As a developer, I started actively using Github to manage my WordPress plugins. I like the interface GitHub provides and definitely the ability of git to control all the changes. It’s something that Google Code always had missing. However, if you’ve still not moved from Google Code, it’s time to move over your project to Github or Bitbucket. Thankfully, as always, Google has made it easier (and in fact automated) to move your project from Google Code to Github.
You have time until 25 January 2016 to do so, but why wait until then?
Google Code to Github Exporter
The simplest way to migrate from Google Code is to use the Google Code to GitHub exporter tool, which provides an automated way to migrate a project’s source, issues, and wikis to a new GitHub repo.
One project that I really wanted to save was timthumb which is no longer maintained by Ben. This one has formed a part of Contextual Related Posts and Top 10 for several years and although I will be phase timthumb out completely in the next versions, I felt it would be good to keep it for this for legacy reasons.
All you need to do is enter the project name in the box as per the screenshot above. In this case it is timthumb and hit export. You’ll be asked to login to GitHub, if you’re not already logged in and then give Google Code access to create a repository. Once done, Google will remove the authorised access and you can always view your Authorised applications to double-check.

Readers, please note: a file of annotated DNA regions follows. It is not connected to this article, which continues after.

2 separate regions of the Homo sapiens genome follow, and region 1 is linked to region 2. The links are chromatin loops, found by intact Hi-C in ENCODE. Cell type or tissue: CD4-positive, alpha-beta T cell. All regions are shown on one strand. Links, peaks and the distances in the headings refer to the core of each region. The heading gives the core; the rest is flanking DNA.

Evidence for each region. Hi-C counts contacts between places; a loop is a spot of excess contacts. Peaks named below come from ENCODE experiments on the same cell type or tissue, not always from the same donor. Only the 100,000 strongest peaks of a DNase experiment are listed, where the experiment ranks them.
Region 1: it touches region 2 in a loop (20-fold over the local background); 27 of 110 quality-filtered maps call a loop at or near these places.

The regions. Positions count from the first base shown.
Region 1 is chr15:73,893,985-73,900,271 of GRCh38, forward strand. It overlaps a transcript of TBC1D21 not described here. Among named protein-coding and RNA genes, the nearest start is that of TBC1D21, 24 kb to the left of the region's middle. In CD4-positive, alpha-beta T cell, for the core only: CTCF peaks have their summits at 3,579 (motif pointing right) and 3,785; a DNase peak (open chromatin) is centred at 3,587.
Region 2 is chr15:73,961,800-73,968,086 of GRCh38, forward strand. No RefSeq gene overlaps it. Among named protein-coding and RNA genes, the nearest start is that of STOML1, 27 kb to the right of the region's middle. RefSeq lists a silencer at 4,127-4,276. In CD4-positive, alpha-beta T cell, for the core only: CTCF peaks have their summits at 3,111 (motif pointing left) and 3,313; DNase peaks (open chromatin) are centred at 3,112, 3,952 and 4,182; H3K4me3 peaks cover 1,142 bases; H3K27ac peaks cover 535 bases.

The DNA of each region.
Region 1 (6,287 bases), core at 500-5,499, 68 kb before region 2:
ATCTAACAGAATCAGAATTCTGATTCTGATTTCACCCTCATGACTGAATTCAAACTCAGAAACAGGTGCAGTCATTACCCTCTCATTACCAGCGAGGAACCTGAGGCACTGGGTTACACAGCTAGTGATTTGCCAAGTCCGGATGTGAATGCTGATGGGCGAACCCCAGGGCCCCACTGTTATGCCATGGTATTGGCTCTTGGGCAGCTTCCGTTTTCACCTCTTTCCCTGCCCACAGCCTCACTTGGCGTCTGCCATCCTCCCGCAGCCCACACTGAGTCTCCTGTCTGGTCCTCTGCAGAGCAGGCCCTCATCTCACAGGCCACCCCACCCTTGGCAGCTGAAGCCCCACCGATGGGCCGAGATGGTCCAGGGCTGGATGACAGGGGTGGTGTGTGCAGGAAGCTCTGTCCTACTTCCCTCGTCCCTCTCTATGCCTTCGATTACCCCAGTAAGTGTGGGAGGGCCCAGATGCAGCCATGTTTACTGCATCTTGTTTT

Once you’ve done this you’ll be presented by the following screen…
…and clicking on the link should give you the below…
Depending on the size of your repository on Google Code, it might take a while before everything has been exported to GitHub. Once done, you should be able to see this on Github. e.g. check out my timthumb repository on Github.
As you can see above, it’s extremely fast and easy to migrate from Google Code to Github. Git and Github’s features makes it very easy to collaborate. It’s little wonder that Google has already started using Github to such a major extent.
In this case, it might actually be a good thing that Google has finally killed Google Code!